Once you have filed for bankruptcy, you must comply with all Ohio bankruptcy court orders or your case will be dismissed. Cases under all chapters of bankruptcy can be dismissed for cause if you do not meet specific requirements for properly filling out forms, producing required documents, and meeting timetables. Other major reasons for dismissal include:

  • Failing to meet eligibility requirements. If you file for Chapter 7 bankruptcy, you must not make more money than allowed under the Ohio “means test” that looks at your income and expenses. If you cannot pass the means test, your case will be dismissed, but filing for Chapter 13 may still be an option.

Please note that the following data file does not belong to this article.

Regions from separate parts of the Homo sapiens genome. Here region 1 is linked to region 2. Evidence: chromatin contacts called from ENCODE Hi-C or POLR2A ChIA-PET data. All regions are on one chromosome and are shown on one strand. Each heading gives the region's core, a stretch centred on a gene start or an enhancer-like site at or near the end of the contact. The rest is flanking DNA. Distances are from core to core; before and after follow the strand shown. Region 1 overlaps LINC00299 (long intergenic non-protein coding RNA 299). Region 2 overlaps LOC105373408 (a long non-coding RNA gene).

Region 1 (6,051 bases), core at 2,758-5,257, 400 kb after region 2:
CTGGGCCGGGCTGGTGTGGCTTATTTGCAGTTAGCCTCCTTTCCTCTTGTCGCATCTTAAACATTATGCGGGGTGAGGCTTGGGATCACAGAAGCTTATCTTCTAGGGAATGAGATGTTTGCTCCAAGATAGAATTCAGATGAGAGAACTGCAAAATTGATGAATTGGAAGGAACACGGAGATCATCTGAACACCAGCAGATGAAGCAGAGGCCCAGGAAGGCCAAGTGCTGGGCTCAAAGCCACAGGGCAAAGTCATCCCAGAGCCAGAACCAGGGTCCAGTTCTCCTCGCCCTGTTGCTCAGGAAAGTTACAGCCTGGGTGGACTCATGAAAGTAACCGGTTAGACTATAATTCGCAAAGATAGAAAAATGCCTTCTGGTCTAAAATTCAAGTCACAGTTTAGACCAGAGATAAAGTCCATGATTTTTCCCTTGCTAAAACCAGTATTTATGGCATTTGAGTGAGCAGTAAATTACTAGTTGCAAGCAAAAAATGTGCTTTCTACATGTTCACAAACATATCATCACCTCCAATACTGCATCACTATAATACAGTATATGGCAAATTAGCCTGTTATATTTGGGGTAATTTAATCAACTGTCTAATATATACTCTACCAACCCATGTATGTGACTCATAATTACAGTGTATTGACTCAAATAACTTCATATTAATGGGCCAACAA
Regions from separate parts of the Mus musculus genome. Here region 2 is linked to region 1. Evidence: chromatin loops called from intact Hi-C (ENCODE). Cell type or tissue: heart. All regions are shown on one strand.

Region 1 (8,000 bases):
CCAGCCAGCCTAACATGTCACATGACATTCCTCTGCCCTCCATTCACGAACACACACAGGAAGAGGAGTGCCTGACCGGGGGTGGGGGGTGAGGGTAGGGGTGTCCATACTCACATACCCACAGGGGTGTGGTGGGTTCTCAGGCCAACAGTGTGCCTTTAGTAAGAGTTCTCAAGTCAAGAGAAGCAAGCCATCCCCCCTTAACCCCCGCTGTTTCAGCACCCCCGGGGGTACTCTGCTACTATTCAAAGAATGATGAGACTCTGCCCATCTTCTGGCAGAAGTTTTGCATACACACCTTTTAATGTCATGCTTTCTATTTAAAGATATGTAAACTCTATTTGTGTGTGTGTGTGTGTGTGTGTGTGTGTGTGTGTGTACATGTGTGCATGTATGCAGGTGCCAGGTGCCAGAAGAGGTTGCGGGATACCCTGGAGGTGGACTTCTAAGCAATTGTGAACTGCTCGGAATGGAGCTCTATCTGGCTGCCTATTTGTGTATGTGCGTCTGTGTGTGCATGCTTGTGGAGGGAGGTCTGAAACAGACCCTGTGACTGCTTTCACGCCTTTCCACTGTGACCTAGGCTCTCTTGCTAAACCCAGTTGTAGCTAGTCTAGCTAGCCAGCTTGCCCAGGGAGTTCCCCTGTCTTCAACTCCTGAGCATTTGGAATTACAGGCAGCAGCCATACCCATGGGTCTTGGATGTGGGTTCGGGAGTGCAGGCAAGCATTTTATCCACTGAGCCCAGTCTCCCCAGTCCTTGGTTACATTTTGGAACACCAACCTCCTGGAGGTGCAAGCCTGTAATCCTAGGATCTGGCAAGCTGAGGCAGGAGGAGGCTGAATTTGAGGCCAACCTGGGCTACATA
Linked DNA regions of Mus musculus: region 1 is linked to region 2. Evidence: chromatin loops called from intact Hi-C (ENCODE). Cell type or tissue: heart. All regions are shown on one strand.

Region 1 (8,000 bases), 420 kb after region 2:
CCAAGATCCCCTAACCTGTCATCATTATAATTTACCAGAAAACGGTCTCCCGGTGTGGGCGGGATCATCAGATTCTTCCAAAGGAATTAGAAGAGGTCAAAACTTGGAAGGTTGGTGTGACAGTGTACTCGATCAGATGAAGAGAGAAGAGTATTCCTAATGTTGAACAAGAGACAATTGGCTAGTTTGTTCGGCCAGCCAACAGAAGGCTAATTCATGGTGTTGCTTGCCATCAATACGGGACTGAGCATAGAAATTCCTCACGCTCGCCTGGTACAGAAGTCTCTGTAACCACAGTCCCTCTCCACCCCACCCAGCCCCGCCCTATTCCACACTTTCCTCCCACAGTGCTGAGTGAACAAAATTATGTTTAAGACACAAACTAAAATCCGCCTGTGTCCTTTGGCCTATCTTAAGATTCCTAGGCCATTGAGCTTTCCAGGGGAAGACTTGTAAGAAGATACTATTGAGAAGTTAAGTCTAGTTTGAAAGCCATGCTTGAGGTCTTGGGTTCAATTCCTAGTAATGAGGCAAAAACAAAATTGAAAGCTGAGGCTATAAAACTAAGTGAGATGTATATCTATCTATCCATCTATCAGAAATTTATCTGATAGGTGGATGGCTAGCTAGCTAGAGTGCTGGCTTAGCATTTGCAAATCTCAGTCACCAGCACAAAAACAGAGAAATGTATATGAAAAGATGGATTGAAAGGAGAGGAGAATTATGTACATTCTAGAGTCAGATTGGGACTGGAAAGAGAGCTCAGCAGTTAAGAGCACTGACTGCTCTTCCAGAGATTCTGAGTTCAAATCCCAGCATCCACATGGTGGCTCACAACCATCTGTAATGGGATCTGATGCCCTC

• Failing to pay court filing fees. You must pay a filing fee to start a bankruptcy case or obtain a court-approved fee waiver or an installment plan if you can’t afford the fee.
  • Providing incorrect financial information. You must disclose all of your income, assets, debts, and recent financial transactions to the court. If you fail to do so, leave out information, or make mistakes, the court will dismiss your case.
  • Failing to complete the pre-bankruptcy credit counseling class. You must complete an approved Ohio credit counseling class within the 180 days before your bankruptcy filing and file a certificate stating that you took this class.
  • Not appearing at the creditors’ meeting. In both Chapter 7 and Chapter 13 bankruptcy, you must attend a meeting of creditors with your attorney in front of the bankruptcy trustee.